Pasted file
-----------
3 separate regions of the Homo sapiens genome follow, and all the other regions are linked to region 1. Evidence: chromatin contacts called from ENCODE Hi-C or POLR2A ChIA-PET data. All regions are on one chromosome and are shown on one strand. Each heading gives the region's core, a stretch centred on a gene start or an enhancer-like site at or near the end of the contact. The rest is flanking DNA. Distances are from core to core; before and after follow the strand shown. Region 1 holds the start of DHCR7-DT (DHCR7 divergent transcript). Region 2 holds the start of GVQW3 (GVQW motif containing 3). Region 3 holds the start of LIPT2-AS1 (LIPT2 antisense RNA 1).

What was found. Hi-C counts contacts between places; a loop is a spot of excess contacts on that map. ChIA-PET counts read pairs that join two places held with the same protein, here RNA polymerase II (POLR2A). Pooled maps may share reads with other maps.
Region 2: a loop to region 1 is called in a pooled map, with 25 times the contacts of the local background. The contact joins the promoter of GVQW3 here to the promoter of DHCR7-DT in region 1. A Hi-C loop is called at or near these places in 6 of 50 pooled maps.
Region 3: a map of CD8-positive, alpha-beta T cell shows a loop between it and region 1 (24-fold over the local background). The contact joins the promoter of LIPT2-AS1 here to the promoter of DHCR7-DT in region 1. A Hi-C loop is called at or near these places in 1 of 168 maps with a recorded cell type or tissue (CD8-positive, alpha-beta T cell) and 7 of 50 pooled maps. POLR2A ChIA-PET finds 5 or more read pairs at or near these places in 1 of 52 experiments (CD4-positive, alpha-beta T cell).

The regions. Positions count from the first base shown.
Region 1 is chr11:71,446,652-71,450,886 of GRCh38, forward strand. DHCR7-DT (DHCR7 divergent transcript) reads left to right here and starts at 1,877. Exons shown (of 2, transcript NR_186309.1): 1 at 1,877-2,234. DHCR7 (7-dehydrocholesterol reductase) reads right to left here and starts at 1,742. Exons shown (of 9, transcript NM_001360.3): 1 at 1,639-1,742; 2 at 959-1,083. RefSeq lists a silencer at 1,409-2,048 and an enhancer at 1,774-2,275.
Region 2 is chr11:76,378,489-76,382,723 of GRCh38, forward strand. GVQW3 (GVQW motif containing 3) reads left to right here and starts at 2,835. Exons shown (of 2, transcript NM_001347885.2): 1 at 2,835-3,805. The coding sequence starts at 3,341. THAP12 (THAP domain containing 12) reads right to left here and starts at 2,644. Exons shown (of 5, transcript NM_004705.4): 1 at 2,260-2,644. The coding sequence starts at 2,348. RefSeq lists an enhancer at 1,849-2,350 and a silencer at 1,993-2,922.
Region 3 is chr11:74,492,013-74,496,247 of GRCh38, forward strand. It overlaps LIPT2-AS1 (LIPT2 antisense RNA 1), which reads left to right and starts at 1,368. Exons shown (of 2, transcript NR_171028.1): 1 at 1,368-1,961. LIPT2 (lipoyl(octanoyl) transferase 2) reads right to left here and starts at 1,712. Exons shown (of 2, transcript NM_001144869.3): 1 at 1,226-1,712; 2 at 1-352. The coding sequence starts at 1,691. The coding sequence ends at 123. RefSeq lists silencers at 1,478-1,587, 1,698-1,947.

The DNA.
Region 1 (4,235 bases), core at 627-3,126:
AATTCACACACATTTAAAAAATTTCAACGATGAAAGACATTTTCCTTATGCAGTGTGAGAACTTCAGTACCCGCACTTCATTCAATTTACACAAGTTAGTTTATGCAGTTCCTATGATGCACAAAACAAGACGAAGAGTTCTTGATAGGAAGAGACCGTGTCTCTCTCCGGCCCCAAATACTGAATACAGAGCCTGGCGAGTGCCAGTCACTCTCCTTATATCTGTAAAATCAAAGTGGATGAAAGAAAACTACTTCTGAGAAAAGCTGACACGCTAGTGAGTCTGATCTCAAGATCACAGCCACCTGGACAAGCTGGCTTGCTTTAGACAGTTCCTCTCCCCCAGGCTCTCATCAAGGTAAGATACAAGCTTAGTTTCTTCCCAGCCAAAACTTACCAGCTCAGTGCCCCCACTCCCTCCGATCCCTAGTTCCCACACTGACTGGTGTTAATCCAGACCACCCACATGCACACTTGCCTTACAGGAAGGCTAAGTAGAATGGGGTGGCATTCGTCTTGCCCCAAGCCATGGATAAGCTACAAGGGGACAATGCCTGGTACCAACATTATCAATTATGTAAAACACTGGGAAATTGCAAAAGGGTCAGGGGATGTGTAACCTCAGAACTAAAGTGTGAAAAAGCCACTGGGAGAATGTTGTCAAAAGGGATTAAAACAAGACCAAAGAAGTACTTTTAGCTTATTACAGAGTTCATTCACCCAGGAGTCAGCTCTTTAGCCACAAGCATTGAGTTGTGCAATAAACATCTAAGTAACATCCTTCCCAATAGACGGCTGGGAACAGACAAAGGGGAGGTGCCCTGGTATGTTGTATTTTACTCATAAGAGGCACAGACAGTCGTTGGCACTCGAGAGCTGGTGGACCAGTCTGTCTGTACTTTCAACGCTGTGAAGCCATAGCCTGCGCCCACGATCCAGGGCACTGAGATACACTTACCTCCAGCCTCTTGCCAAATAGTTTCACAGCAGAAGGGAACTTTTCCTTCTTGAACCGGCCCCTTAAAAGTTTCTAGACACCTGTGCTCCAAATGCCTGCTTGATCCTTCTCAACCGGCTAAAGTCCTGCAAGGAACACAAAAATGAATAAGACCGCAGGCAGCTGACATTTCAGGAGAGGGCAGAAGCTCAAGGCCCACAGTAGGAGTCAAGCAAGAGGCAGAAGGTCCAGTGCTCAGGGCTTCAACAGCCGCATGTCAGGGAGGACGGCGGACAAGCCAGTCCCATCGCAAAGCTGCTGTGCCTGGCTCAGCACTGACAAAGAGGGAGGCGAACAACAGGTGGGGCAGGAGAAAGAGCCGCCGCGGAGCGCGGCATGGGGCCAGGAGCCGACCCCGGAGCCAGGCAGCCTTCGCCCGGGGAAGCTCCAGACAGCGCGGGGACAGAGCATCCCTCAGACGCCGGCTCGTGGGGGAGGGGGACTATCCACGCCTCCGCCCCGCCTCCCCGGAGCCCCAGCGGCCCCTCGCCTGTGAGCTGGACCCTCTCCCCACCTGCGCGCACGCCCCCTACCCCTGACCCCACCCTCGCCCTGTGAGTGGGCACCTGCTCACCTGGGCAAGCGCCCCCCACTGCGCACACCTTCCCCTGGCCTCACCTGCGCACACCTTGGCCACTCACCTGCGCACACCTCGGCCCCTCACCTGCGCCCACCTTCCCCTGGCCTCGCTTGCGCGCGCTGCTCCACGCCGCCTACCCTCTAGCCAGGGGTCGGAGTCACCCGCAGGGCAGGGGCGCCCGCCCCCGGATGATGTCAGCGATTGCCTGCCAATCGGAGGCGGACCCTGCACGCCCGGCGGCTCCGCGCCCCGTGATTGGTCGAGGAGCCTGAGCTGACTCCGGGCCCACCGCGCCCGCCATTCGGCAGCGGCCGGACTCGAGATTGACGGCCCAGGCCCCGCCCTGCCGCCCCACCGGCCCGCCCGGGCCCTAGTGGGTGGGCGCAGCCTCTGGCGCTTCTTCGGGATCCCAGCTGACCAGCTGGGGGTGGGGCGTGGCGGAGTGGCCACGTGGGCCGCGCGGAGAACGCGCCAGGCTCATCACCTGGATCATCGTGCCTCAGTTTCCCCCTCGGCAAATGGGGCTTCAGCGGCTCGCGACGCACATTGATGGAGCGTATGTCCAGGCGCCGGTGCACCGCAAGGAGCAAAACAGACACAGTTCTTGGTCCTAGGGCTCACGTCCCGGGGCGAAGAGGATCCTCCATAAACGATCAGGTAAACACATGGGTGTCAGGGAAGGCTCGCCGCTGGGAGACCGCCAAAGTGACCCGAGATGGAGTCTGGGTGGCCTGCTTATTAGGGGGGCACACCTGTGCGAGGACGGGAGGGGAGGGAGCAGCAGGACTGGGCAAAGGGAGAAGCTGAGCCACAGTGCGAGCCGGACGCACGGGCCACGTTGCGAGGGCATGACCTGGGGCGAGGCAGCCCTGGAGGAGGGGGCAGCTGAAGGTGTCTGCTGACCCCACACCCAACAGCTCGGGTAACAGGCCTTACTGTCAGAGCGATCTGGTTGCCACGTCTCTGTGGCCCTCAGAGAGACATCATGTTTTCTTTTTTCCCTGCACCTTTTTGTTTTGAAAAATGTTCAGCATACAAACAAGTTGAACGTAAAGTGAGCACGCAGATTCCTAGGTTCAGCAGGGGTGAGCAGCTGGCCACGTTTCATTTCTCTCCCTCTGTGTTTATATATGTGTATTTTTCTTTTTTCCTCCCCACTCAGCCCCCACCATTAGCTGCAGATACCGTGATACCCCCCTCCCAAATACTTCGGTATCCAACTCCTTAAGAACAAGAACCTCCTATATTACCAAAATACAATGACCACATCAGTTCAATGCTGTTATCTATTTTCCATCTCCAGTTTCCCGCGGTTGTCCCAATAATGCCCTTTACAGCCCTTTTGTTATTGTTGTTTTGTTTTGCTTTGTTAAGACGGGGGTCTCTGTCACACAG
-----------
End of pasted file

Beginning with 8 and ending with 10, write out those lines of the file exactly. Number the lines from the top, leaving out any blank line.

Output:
Region 3 is chr11:74,492,013-74,496,247 of GRCh38, forward strand. It overlaps LIPT2-AS1 (LIPT2 antisense RNA 1), which reads left to right and starts at 1,368. Exons shown (of 2, transcript NR_171028.1): 1 at 1,368-1,961. LIPT2 (lipoyl(octanoyl) transferase 2) reads right to left here and starts at 1,712. Exons shown (of 2, transcript NM_001144869.3): 1 at 1,226-1,712; 2 at 1-352. The coding sequence starts at 1,691. The coding sequence ends at 123. RefSeq lists silencers at 1,478-1,587, 1,698-1,947.

The DNA.
Region 1 (4,235 bases), core at 627-3,126: